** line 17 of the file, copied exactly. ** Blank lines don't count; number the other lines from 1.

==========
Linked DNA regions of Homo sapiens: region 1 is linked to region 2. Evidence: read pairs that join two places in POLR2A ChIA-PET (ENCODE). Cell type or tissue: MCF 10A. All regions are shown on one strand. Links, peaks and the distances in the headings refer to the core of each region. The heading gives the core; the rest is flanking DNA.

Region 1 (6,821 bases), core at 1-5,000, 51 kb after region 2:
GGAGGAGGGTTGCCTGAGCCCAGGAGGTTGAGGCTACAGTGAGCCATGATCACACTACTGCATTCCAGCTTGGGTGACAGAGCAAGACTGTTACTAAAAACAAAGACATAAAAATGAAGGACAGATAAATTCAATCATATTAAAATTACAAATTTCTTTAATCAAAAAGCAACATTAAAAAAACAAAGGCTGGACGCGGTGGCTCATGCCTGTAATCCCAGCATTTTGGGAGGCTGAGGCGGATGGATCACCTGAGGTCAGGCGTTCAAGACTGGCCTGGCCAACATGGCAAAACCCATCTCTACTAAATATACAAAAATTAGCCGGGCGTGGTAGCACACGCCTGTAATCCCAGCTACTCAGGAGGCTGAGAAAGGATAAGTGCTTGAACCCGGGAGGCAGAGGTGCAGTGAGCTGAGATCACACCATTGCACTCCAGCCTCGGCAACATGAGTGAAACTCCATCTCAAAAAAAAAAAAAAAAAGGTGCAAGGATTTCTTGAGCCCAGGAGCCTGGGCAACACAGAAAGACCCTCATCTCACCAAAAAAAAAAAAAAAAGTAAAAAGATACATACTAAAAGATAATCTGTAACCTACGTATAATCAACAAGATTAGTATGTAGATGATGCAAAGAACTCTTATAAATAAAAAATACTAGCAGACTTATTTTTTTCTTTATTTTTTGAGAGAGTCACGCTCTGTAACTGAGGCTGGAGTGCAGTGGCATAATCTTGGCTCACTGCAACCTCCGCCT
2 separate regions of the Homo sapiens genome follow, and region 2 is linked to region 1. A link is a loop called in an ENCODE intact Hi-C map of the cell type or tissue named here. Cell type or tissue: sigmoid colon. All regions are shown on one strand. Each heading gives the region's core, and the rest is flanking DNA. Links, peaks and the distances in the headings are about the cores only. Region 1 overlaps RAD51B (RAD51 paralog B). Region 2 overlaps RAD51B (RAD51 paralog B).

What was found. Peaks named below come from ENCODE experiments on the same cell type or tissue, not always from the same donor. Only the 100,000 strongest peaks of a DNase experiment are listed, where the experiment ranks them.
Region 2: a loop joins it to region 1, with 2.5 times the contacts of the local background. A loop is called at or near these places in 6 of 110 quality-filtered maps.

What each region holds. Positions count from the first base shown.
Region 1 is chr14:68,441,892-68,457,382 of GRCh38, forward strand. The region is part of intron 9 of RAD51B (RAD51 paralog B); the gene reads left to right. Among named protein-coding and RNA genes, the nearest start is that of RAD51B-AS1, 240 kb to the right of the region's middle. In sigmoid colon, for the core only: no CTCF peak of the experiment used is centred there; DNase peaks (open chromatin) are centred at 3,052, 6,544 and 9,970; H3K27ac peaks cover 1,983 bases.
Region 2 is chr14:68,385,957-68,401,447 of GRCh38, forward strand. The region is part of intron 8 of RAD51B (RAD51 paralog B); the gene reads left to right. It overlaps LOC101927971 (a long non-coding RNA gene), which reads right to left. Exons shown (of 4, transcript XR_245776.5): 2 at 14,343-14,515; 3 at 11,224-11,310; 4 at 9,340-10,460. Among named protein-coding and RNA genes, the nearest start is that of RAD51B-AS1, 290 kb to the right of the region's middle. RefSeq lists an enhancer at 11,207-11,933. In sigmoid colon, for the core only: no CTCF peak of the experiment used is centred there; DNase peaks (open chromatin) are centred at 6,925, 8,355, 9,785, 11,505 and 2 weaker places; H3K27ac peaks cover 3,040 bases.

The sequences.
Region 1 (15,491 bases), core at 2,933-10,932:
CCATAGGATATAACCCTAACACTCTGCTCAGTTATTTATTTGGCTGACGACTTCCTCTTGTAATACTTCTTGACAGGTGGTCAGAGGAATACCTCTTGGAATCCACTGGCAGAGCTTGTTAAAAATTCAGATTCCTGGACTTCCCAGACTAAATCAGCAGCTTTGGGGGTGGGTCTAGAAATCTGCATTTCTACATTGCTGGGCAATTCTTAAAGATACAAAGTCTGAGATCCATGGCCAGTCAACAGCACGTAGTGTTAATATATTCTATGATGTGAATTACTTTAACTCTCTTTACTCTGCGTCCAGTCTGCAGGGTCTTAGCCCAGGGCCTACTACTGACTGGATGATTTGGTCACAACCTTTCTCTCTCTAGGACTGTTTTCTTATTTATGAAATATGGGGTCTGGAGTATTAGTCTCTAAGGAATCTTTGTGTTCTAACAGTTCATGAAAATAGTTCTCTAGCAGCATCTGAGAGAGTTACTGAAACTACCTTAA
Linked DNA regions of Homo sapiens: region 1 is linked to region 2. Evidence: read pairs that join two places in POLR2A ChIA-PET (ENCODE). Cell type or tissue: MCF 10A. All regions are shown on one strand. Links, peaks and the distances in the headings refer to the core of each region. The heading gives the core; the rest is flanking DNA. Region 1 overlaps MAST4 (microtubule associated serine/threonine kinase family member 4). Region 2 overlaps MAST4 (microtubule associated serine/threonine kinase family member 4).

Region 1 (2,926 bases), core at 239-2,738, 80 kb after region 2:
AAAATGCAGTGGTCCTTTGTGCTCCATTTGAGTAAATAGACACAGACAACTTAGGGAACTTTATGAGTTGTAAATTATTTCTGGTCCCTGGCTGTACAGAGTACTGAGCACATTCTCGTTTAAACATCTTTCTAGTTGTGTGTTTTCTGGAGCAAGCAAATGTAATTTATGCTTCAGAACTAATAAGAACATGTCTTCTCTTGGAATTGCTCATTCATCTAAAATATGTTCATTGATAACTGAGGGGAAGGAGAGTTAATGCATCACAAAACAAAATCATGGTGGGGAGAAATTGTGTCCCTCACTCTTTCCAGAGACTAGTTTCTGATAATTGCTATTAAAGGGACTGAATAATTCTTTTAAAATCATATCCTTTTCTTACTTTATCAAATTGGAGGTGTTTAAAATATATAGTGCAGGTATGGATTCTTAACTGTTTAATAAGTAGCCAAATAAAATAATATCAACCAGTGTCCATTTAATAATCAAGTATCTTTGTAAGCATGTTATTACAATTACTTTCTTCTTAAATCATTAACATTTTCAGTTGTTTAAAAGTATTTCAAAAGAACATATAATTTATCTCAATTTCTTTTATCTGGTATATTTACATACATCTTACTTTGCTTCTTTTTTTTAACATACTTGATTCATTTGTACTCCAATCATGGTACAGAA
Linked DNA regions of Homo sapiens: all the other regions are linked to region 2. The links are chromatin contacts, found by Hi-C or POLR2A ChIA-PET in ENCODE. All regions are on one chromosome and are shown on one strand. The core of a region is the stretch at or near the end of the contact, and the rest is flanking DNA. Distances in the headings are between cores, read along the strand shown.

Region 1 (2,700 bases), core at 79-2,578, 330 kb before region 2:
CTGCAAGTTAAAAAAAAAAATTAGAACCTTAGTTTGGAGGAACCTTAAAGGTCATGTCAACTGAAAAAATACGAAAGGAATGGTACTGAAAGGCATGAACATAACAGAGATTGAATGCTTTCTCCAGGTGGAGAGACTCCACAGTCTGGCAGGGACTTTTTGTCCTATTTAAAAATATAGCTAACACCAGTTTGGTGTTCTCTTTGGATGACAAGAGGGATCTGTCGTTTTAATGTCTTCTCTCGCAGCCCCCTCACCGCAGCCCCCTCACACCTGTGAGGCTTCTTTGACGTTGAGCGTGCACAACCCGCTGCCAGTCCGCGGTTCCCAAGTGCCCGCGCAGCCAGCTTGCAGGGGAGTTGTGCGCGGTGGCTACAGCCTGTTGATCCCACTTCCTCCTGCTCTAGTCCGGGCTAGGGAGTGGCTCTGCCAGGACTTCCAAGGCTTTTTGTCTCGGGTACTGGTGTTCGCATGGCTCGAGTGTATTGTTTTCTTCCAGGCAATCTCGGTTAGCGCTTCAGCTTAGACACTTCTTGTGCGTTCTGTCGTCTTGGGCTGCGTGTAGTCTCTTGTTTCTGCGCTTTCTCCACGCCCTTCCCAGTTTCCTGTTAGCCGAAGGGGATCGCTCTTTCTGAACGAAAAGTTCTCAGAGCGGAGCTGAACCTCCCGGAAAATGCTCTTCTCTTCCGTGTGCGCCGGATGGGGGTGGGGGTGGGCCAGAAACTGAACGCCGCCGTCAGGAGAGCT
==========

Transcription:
Region 1 (2,700 bases), core at 79-2,578, 330 kb before region 2: